The effects of aging on hepatic microsomal scaling factor and hepatocellularity number in the horse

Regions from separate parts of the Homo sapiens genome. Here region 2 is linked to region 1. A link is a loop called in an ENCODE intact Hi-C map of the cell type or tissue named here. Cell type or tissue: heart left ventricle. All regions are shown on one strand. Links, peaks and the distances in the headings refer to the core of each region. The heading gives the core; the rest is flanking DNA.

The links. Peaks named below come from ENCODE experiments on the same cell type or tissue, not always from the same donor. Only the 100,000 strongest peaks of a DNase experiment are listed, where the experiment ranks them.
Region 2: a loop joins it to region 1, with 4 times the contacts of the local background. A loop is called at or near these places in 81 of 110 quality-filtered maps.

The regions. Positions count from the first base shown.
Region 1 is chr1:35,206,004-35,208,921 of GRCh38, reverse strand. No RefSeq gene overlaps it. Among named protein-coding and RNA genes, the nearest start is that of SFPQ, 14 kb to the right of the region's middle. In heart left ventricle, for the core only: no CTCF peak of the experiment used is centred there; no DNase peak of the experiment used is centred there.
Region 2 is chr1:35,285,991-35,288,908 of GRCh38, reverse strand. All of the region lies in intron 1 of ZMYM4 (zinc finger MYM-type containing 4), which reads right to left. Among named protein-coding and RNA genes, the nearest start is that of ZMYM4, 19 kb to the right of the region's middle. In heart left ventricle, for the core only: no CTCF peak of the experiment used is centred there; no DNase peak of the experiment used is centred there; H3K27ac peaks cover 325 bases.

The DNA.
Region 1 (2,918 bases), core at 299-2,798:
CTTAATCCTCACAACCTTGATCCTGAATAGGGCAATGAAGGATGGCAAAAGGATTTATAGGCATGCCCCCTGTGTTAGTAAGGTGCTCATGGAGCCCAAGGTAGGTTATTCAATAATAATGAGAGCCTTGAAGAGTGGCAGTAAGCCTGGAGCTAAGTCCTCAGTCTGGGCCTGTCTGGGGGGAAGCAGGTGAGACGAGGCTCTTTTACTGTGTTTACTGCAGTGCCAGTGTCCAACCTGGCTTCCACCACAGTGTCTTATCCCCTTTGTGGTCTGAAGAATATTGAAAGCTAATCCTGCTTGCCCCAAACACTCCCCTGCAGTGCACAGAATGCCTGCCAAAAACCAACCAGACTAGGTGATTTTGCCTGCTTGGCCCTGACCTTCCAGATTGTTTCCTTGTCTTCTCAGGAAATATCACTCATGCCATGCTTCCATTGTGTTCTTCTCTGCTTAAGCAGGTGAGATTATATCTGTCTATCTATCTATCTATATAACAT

<p>1. Scaling factor values for the <i>in vitro</i>-<i>in vivo</i> extrapolation of hepatic metabolic clearance for xenobiotics have not yet been determined in horses. Scaling factors were determined by comparing the total protein and or cytochrome (CYP) P450 content in microsomes and cryopreserved hepatocytes against the content in the liver.</p> <p>2. Microsomal protein per gram of liver (MPPGL) and hepatocellularity number per gram of liver (HPGL) using CYP P450 content method ranged 41–73 mg/gram of liver (mean= 57 mg/gram of liver, <i>n</i> = 39) and 146–320 × 10<sup>6</sup> cells/g of liver (mean = 227× 10<sup>6</sup> cells/g of liver, <i>n</i> = 18), respectively and 156–352 × 10<sup>6</sup> cells/g of liver (mean = 232× 10<sup>6</sup> cells/g of liver) using total protein method.</p> <p>3. A non-monotonic and inverse relationship between age and MPPGL and HPGL, respectively, was observed. Between one and 20 y of age, the liver cell size decreases as age increases. Subsequently, the cell size increases until the hepatocytes of the oldest horses approached the size found in the youngest horses. Hepatocyte density was inversely related to the size of the hepatocytes.</p> <p>4. This study provides the first extensive and comprehensive data demonstrating the relationship between the size of hepatocytes and HPGL in any species.</p>